When the high-frequency output transistor Q4 is turned on in the self-excitatory inverter 3, the direct current power ES is supplied and at the same time, the power storing capacitors C16 and C17 are charged. By the charged voltage, a closed circuit is formed, in which iL1 current flows from the capacitor C17 to the collector of the transistor Q4 via filament thermionic emission path dispersing diode D16, resonance capacitor C14, filament thermionic emission path dispersing diode D14 and filament F1 of the hot-cathode discharge lamp LA in the lamp operating circuit 4 and resonance reactor TL3 and primary side coil TL2-F of the resonance current detection transformer TL2.
  • [0029]
    At this time, to the secondary side coils TL2-S1 and TL2-S2 of the resonance current detection transistor TL2 are induced opposing voltages. Thereby, when the transistor Q4 is turned completely on, the transistor Q3 is turned off.
  • [0030]
    When the transistor Q4 is turned completely on and the iL1 current flows sufficiently to saturate the resonance reactor TL3, the current iL1 starts gradually decreasing. At this time, the voltages induced to the secondary side coils TL2-S1 and TL2-S2 of the resonance current detection transformer TL2 are reversed, so that the transistor Q4 is turned off and the transistor Q3 is turned on. By the voltage stored in the power storing capacitor C16 in the lamp operating circuit 4, current starts flowing toward the IL2 direction via capacitor C16, transistor Q3, primary side coil TL2-F of the oscillation current detection transformer, reactor TL3, thermionic emission path dispersing diode D13, capacitor C14, thermionic emission path dispersing diode D15 and filament F2 (see Fig. 4). When the iL2 current sufficiently flows, the resonance reactor TL3 becomes saturated and the iL2 current starts gradually decreasing. At this time, the voltages induced to the secondary side coils TL2-S1 and TL2-S2 of the resonance current detection transformer TL2 are reversed again. Thus, the transistor Q4 is turned on and the transistor Q3 is turned off. The self-excitatory inverter 3 repeats the aforementioned operation in a self-excitatory manner.
  • [0031]
    When the high-frequency output transistor Q4 is turned on, the voltage fed to the capacitor C10 is discharged from the actuating signal circuit TRG 5 via the diode D4. Then, a working speed of the self-excitatory inverter becomes relatively much faster than a time constant for re-charging the resistors R13, R17 and capacitor C10, while time for discharging via the transistor Q4 becomes shorter than the time for charging. Thus, the capacitor C10 cannot be recharged. and after one cycle of operation by the self-excitatory inverter 3, the actuating signal circuit TRG 5 stops an operation.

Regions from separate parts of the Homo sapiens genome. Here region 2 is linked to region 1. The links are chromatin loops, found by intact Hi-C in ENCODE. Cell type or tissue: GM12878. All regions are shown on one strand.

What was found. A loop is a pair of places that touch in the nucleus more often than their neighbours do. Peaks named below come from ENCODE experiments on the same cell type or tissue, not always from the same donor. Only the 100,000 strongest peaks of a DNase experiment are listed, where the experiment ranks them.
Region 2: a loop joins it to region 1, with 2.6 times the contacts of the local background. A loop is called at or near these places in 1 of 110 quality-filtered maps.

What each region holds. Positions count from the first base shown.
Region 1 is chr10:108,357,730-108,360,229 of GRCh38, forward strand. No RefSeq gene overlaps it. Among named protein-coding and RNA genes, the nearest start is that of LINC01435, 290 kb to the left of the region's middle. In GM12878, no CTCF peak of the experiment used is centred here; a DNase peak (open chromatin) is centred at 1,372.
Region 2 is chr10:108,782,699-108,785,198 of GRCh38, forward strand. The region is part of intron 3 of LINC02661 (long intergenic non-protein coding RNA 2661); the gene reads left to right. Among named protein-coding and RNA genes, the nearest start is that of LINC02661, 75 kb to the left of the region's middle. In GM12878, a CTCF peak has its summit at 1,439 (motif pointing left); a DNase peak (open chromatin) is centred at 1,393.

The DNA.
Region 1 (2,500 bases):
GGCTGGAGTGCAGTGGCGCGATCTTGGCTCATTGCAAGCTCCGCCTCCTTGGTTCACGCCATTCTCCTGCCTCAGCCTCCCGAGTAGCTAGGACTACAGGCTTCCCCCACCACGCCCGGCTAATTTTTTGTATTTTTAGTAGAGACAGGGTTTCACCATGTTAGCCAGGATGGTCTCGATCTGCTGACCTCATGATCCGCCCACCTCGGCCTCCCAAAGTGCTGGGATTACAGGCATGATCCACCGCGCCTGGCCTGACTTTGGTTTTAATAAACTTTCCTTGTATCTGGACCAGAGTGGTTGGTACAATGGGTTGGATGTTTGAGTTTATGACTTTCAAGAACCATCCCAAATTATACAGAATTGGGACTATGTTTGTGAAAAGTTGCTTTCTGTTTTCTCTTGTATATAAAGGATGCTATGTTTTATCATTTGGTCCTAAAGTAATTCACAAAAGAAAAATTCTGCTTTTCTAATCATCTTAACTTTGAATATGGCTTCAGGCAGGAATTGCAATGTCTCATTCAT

• [0032]
    Next, the details of an operation of the lamp operating circuit 4 connected to the high-frequency output terminal of the self-excitatory inverter will be explained by way of the circuit diagram in Fig. 4. In Fig. 4, when the high-frequency output transistors Q3 and Q4 in the self-excitatory inverter are turned off and on respectively, the current iL1 starts flowing by the voltage stored in the capacitor C17 via the capacitor C17, diode D16, capacitor C14, diode D14, filament F1, transformer TL3 and transistor Q4. Then, a voltage VFAB = F1 x iL1 is generated across the filament F1, whereby the filament F1 is heated.
  • [0033]
    At this time, due to the voltage VFCD across the filament F2, the current iL1 needs to flow from the capacitor C17 to the filament F2 and further to the capacitor C14 via the diode D15. However, as the diode D15 is connected for the direction opposite to the flow of the current iL1, the current cannot flow through the diode D15. Therefore, as there is no current flowing through the filament F2, the voltage across the filament F2, VFCD becomes practically zero.
  • [0034]
    On the other hand, thermionic emission from the filament of the hot-cathode discharge lamp LA occurs through an emission path having the highest potential difference. Voltages applied between the respective filament pole points are represented by the following expressions 5. (Expression 5)   1 VAB ≒ iL1 x F1 2 VAC ≒ VC 3 VAD ≒ VC 4 VBC ≒ VC + iL1 x F1 5 VBD ≒ VC + iL1 x F1 6 VCD ≒ 0
  • [0035]